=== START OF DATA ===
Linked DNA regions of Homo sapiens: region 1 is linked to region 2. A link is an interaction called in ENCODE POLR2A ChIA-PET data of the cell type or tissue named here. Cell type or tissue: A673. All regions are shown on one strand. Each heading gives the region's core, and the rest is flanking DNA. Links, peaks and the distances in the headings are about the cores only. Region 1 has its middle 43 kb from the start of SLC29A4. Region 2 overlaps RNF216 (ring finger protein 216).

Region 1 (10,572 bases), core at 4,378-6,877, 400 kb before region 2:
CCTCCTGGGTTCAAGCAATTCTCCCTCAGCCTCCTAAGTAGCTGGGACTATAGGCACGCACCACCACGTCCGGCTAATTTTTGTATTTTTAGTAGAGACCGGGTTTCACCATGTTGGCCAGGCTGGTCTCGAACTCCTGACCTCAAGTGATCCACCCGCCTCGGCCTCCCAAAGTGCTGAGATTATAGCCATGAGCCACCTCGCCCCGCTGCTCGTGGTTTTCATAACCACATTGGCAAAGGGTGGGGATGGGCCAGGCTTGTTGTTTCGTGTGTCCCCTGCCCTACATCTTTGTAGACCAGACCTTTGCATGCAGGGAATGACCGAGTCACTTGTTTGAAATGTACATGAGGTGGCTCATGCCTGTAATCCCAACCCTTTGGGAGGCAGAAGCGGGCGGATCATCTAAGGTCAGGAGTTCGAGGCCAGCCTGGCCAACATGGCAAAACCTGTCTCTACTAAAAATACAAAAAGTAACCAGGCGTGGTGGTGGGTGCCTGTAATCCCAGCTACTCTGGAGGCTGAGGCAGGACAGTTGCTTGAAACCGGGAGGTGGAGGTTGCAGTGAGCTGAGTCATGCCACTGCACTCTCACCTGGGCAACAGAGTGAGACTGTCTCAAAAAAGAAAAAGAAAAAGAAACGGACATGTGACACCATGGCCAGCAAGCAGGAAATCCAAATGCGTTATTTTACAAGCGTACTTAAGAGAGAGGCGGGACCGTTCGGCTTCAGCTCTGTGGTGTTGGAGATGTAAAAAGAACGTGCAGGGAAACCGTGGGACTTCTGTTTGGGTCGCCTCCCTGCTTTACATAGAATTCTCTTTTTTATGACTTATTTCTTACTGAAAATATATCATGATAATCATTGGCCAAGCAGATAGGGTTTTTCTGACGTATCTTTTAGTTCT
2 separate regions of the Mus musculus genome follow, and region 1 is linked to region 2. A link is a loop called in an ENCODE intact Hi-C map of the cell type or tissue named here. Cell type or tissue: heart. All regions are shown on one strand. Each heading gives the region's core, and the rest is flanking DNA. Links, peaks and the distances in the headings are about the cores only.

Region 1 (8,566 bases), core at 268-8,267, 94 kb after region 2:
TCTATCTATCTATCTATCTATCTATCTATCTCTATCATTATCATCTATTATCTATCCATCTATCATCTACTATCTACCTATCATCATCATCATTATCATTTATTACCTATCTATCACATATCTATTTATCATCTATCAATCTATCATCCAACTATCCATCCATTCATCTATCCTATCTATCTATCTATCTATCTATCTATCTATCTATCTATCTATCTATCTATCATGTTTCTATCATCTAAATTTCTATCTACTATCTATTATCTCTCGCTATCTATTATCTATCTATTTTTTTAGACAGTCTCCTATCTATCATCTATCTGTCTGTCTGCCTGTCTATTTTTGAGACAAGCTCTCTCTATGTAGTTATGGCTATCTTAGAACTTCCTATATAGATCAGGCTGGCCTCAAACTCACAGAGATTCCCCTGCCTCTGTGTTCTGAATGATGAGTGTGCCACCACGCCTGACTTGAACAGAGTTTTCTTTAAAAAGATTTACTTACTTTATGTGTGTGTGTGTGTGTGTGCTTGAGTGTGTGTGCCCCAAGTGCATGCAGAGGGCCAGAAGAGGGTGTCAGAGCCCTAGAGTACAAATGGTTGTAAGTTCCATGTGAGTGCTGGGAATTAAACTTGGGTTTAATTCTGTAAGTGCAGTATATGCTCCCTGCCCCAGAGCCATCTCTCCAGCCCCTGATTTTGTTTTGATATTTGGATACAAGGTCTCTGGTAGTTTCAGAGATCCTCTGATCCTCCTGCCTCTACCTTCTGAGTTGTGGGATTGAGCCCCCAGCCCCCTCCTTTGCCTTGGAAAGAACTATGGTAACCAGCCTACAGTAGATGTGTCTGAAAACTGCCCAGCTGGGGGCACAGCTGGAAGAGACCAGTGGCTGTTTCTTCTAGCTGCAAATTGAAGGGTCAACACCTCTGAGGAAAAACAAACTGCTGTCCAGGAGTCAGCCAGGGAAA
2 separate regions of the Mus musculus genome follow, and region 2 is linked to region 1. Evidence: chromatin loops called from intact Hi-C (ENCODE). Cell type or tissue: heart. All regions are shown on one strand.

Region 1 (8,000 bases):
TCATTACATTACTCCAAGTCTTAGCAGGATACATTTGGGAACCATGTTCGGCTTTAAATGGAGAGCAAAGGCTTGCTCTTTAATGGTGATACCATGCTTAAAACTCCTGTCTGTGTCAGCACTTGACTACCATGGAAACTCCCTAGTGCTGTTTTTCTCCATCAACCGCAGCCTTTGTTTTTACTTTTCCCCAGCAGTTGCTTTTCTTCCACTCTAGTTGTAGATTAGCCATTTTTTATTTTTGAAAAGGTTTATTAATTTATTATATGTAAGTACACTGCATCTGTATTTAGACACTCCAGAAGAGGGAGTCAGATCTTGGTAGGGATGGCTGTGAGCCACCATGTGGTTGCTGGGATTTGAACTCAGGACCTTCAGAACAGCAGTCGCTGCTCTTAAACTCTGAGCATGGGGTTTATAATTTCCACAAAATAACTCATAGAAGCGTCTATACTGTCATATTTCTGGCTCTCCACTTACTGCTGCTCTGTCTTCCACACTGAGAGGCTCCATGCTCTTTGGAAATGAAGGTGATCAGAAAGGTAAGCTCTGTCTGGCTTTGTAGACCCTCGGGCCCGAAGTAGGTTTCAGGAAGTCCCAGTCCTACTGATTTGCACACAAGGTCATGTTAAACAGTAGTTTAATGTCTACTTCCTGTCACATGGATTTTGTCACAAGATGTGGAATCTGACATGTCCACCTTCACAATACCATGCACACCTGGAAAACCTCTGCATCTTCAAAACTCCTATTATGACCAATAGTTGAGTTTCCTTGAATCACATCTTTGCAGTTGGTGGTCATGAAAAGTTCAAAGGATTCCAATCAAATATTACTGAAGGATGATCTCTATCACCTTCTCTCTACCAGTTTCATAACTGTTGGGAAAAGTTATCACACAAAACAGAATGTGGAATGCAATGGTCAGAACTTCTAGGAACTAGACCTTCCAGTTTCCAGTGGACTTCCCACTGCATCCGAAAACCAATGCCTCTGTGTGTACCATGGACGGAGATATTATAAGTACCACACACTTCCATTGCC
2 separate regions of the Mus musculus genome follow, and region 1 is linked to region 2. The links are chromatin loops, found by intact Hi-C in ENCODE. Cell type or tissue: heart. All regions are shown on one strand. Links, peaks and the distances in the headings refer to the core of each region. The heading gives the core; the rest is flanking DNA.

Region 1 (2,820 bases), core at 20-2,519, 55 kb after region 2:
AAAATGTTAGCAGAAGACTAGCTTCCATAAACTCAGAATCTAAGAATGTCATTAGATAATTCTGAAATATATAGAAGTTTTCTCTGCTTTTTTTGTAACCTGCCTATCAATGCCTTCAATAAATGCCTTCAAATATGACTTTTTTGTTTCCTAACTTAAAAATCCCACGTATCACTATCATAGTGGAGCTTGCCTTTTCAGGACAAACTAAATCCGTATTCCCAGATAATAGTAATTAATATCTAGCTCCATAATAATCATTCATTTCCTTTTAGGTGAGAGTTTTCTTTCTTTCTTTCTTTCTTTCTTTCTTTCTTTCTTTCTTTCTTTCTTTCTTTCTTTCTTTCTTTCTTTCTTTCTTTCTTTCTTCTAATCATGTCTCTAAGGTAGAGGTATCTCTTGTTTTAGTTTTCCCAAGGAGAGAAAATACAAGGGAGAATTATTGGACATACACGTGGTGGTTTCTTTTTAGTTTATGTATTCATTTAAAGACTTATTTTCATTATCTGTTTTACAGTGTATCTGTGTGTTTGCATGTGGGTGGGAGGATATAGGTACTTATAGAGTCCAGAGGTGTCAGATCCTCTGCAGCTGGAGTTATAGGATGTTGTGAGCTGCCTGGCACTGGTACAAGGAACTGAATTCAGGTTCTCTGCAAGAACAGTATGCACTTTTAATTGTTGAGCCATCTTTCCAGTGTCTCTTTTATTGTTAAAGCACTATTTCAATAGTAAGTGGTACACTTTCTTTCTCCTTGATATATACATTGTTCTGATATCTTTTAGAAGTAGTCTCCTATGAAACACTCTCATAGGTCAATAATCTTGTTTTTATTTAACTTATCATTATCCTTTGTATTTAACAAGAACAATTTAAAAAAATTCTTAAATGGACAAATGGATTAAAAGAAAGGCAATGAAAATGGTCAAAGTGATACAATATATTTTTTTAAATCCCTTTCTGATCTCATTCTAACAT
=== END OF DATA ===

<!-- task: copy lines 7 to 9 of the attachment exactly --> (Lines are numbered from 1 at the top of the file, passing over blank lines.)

2 separate regions of the Mus musculus genome follow, and region 2 is linked to region 1. Evidence: chromatin loops called from intact Hi-C (ENCODE). Cell type or tissue: heart. All regions are shown on one strand.

Region 1 (8,000 bases):
TCATTACATTACTCCAAGTCTTAGCAGGATACATTTGGGAACCATGTTCGGCTTTAAATGGAGAGCAAAGGCTTGCTCTTTAATGGTGATACCATGCTTAAAACTCCTGTCTGTGTCAGCACTTGACTACCATGGAAACTCCCTAGTGCTGTTTTTCTCCATCAACCGCAGCCTTTGTTTTTACTTTTCCCCAGCAGTTGCTTTTCTTCCACTCTAGTTGTAGATTAGCCATTTTTTATTTTTGAAAAGGTTTATTAATTTATTATATGTAAGTACACTGCATCTGTATTTAGACACTCCAGAAGAGGGAGTCAGATCTTGGTAGGGATGGCTGTGAGCCACCATGTGGTTGCTGGGATTTGAACTCAGGACCTTCAGAACAGCAGTCGCTGCTCTTAAACTCTGAGCATGGGGTTTATAATTTCCACAAAATAACTCATAGAAGCGTCTATACTGTCATATTTCTGGCTCTCCACTTACTGCTGCTCTGTCTTCCACACTGAGAGGCTCCATGCTCTTTGGAAATGAAGGTGATCAGAAAGGTAAGCTCTGTCTGGCTTTGTAGACCCTCGGGCCCGAAGTAGGTTTCAGGAAGTCCCAGTCCTACTGATTTGCACACAAGGTCATGTTAAACAGTAGTTTAATGTCTACTTCCTGTCACATGGATTTTGTCACAAGATGTGGAATCTGACATGTCCACCTTCACAATACCATGCACACCTGGAAAACCTCTGCATCTTCAAAACTCCTATTATGACCAATAGTTGAGTTTCCTTGAATCACATCTTTGCAGTTGGTGGTCATGAAAAGTTCAAAGGATTCCAATCAAATATTACTGAAGGATGATCTCTATCACCTTCTCTCTACCAGTTTCATAACTGTTGGGAAAAGTTATCACACAAAACAGAATGTGGAATGCAATGGTCAGAACTTCTAGGAACTAGACCTTCCAGTTTCCAGTGGACTTCCCACTGCATCCGAAAACCAATGCCTCTGTGTGTACCATGGACGGAGATATTATAAGTACCACACACTTCCATTGCC